Freddy Shannon, the librarian at Watlington Primary, had mentioned me as a local author to parent governor Trish Allen, explaining that I’d talked to the children at Watlington Primary about the importance of planning in writing. Trish Allen, whose children had moved from Watlington to Crowmarsh Gifford Primary then spoke to the head teacher of Crowmarsh Gifford (Barbara O’Dwyer), because she was aware that the Year 5s were learning about planning in writing as part of their literacy work. Once Trish had found out that the school was interested in a visit, Trish contacted the publicity team at Little Brown (kids@littlebrown.co.uk) and asked if I could visit. Little Brown got in touch with me and I said ‘yes please!’

It was arranged that I should speak to 30 Year 5s about planning and writing technique, as well as reading from the book, and that I should then (after lunch) speak to 60 Year 3 and 4s about The Abominators. So the brief was nice and clear.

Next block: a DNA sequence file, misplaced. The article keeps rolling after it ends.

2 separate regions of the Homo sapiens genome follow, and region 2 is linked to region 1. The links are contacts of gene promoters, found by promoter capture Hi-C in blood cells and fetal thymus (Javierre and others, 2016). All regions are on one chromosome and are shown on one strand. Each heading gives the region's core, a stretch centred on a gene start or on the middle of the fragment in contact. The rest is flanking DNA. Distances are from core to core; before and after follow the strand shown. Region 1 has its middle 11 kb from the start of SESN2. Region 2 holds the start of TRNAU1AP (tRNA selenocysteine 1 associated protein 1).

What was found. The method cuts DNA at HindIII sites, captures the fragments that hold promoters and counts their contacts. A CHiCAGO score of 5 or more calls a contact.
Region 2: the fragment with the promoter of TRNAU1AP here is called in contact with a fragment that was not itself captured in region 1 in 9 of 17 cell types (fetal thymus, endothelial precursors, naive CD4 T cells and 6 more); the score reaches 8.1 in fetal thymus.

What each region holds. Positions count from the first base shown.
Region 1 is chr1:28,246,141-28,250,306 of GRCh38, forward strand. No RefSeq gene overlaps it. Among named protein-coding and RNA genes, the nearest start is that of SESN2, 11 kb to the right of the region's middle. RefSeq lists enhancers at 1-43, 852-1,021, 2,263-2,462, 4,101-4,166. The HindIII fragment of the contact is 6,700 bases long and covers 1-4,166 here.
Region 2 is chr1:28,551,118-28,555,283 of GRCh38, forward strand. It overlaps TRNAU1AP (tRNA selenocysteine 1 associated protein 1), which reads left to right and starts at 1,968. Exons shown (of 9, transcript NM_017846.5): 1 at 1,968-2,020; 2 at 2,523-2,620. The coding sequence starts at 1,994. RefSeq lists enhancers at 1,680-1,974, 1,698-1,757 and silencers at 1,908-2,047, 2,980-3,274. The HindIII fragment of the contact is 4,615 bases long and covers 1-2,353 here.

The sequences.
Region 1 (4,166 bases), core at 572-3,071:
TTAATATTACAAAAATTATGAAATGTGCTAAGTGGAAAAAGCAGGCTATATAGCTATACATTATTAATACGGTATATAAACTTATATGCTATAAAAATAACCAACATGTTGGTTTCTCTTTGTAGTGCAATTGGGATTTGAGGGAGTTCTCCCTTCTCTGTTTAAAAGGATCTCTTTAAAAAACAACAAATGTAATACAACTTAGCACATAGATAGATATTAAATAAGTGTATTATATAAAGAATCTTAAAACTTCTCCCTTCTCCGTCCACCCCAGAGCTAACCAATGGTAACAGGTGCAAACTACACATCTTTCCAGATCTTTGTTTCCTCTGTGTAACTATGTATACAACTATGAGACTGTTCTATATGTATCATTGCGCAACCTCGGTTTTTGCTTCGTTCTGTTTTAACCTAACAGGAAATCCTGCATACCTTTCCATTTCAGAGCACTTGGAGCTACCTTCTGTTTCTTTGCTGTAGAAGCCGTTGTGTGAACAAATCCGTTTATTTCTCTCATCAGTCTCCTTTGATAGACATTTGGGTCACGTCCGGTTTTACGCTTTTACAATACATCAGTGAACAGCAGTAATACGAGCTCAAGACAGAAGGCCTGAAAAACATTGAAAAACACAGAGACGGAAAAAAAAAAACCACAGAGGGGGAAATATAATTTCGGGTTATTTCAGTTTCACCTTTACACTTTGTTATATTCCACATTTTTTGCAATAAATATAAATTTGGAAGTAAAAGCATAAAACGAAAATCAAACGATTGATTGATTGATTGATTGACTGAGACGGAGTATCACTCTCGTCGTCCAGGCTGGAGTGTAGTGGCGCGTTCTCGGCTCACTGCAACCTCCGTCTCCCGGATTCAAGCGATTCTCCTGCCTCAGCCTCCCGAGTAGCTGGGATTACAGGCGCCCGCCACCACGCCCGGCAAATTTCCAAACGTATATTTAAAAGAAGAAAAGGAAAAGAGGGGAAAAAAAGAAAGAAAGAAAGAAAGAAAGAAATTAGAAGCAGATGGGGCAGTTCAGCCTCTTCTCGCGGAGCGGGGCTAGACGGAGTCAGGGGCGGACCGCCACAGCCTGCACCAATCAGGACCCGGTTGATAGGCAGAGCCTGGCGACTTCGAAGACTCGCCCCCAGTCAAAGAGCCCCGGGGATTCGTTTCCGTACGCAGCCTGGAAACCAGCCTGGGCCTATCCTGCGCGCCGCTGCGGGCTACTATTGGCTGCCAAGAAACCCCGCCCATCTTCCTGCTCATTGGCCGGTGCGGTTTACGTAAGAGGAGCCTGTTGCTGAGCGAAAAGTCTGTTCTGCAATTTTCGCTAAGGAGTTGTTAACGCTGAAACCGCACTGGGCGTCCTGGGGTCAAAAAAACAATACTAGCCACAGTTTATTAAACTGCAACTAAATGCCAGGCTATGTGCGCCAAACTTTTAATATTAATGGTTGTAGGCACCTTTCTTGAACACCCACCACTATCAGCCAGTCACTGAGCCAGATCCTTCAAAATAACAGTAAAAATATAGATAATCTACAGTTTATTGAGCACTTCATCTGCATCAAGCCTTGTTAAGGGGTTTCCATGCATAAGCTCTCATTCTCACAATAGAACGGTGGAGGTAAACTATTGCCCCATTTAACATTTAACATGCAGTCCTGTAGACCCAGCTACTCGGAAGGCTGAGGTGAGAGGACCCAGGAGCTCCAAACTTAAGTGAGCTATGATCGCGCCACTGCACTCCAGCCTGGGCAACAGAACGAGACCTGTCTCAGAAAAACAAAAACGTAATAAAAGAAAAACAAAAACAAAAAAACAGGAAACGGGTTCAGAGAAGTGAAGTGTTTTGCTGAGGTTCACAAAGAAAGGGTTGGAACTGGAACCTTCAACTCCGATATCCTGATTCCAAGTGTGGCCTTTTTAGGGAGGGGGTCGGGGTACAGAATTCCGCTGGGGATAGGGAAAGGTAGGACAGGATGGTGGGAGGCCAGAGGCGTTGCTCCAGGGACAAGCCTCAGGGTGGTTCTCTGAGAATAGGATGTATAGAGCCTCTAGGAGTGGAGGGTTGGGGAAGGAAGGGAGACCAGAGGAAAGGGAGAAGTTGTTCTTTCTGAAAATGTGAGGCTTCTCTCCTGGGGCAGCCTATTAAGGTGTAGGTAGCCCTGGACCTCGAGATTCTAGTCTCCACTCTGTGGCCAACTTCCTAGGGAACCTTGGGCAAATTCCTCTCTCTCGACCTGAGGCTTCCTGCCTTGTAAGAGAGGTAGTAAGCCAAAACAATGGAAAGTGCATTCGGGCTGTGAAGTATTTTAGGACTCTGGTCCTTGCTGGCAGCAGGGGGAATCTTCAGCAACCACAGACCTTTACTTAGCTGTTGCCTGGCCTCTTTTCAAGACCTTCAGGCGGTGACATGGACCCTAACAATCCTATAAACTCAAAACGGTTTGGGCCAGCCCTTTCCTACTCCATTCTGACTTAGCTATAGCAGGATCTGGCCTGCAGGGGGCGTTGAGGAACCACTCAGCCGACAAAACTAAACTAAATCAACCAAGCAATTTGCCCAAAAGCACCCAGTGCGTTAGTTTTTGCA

Trish Allen contacted the Wallingford Bookshop and owner Alison Jinks came along personally with copies of The Abominators, and also advance copies of The Abominators in the Wild (which is not in book shops officially until 2nd May). The whole atmosphere was wonderfully positive, with the teachers, the head teacher Mrs O’Dwyer, the book seller Alison and the involved parent organiser Trish all interested in and working towards one goal – to get the children excited about reading and writing.

And guess what? Genuine enthusiasm about reading is infectious. The children themselves were the most positive and excited I’ve ever talked to.

So well done and a heartfelt ‘thank you’ to Mrs O’Dwyer, Alison from Wallingford Books all the teachers at Crowmarsh Gifford – and especially to mover and shaker and book enthusiast Trish Allen. What lucky children to have you all on the case!